The photovoltaic industry has lived through an amazing decade in which it has grown from a small-size sector worth a few billion dollars to one with a turn-over reaching almost $100 billion and with thousands of jobs associated with it. It goes without saying that the sector is presently going through a consolidation process, but there is little doubt that PV is here to stay, given the fact that it is the renewable energy source with the largest potential, a track record of continuous cost reduction and with room for further improvements in terms of performance, reliability and costs.
Manufacturing the Solar Future: The 2013 Production Annual takes the form of a compilation of a number of articles from Photovoltaics International, which characterise this vibrant environment of new, cutting edge technology development. The review spans the full value chain, from material aspects and cell technology to module and system items.
A few remarkable elements come forward from the annual. On the level of materials (e.g. metal pastes), it is quite astonishing how far evolutionary development has brought us. It was difficult to imagine a few years ago that manufacturers would develop pastes to contact emitters with sheet resistances in the range of 100 ohms/square. Careful optimisation of solar polysilicon feedstock allowed strong reductions of cost and energy, adding to the possibilities of going to thinner Si wafers and foils. The costs associated with the sawing of wafers were drastically reduced thanks to the optimisation of slurry and new types of wire.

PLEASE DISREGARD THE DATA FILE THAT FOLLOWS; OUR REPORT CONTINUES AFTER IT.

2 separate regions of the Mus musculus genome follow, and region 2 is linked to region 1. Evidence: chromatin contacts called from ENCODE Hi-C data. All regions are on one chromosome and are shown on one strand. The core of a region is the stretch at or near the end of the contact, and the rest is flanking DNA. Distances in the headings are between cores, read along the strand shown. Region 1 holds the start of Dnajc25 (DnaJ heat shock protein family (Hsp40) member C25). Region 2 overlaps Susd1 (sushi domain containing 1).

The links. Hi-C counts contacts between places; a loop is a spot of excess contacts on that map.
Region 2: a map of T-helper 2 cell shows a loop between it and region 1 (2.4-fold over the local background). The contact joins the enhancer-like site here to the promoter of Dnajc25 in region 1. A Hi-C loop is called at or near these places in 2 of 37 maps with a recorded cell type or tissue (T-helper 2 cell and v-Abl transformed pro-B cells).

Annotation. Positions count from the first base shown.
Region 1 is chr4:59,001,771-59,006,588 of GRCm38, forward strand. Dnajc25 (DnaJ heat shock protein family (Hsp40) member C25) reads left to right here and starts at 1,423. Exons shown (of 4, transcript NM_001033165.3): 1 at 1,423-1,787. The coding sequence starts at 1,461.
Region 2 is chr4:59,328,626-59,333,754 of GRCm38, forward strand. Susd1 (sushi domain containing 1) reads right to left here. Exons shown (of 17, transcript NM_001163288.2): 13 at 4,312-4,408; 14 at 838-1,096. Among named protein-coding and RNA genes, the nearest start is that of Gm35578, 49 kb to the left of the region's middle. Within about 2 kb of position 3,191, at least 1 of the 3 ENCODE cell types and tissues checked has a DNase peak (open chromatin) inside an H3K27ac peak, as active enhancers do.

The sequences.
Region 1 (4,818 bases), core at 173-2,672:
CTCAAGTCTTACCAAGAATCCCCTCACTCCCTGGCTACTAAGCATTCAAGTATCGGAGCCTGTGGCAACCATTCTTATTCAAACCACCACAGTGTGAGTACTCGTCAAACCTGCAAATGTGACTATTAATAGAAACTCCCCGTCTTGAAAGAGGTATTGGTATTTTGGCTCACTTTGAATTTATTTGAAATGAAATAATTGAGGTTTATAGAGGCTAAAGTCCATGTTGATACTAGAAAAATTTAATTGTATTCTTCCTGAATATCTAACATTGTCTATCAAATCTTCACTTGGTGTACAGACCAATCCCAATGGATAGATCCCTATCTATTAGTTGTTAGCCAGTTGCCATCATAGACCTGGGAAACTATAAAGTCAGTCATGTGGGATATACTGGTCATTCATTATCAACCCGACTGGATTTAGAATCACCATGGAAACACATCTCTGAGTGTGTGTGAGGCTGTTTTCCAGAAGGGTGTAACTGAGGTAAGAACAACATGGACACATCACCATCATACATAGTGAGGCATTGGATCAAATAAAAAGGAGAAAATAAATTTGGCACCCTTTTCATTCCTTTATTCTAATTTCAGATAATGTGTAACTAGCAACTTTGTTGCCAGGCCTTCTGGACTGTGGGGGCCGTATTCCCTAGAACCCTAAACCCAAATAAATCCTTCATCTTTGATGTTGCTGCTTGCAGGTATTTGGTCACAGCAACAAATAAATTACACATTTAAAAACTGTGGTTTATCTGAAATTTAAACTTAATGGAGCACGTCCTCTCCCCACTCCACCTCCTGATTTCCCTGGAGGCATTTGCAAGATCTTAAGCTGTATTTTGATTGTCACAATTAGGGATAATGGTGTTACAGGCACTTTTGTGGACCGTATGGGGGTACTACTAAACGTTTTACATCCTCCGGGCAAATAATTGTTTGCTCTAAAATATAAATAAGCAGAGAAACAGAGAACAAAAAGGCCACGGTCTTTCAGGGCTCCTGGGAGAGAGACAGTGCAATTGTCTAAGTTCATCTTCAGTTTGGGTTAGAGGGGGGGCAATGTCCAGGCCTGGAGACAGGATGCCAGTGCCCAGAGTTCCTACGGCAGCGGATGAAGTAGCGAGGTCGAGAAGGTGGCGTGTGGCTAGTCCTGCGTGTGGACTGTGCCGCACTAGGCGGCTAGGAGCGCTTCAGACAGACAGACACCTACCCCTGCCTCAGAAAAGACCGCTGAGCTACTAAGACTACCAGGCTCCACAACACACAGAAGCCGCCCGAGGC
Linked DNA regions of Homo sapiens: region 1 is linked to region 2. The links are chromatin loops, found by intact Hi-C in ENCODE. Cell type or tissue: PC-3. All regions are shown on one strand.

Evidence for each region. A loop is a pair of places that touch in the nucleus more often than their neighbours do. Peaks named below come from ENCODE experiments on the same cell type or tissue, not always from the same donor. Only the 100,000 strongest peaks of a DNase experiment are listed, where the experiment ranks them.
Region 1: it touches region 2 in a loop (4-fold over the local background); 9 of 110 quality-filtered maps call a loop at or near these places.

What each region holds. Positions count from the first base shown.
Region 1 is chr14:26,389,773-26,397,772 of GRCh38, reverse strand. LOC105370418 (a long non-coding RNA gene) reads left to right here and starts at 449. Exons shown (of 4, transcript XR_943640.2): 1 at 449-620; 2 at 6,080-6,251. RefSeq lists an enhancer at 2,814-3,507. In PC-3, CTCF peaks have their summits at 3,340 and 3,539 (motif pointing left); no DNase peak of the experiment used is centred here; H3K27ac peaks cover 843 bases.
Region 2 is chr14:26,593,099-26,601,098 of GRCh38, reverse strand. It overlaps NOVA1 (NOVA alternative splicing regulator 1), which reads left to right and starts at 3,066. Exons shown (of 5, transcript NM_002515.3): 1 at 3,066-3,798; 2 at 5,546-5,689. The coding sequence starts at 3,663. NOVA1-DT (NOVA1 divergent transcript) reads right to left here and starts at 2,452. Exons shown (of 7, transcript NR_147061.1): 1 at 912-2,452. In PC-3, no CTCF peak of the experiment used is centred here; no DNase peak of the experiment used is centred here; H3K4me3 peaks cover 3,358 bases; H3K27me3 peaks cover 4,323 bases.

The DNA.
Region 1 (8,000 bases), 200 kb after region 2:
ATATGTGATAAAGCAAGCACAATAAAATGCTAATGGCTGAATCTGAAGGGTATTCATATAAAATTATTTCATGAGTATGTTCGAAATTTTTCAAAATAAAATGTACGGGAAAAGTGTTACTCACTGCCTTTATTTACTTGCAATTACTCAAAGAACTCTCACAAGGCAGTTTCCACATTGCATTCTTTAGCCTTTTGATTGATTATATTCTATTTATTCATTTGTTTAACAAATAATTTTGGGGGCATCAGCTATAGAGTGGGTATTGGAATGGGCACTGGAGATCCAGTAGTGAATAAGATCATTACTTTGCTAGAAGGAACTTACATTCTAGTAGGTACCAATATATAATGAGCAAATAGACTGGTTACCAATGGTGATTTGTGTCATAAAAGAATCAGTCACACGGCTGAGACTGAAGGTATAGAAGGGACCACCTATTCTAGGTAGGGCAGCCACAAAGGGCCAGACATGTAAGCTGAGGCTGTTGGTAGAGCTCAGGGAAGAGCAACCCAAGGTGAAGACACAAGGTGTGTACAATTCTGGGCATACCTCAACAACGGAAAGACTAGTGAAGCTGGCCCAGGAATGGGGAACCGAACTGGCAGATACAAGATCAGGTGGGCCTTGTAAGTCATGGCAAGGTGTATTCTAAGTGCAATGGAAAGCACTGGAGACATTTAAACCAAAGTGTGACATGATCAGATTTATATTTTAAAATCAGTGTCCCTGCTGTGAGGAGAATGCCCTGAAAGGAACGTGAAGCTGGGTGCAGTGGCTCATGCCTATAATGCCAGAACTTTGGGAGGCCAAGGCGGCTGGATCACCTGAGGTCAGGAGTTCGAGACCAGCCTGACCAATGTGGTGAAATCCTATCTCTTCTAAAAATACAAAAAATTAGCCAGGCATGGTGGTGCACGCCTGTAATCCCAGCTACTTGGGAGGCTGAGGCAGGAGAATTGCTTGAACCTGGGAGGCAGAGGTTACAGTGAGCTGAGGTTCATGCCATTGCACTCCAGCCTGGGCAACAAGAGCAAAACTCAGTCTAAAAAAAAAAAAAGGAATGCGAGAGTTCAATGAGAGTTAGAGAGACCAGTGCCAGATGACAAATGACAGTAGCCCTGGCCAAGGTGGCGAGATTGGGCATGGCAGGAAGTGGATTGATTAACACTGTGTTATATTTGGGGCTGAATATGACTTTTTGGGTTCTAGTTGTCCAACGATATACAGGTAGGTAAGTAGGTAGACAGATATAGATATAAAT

Cell technology development, meanwhile, has led to a significant acceleration of improvement in efficiency in solar cell production, stimulating thin-film PV producers to go for even more aggressive developments to catch up on the moving target of continuously decreasing cell and module prices.
The overview also highlights a number of developments in module materials and concepts, a topic often overlooked but essential if one wants to fully exploit the improvements in cell performance and module reliability. This requires new materials as well as fast methods to evaluate these materials. Last, but not least, a number of the papers outline module concepts in which cell and module manufacturing converge, even for crystalline Si.
Overall the content of this book provides the reader with an excellent overview of these evolutions and revolutions and illustrates that innovation has also accelerated over the last decade in line with the growth of the PV market.
–Jef Poortmans is director of PV technologies at IMEC in Belgium. For details on ordering a copy of the annual click here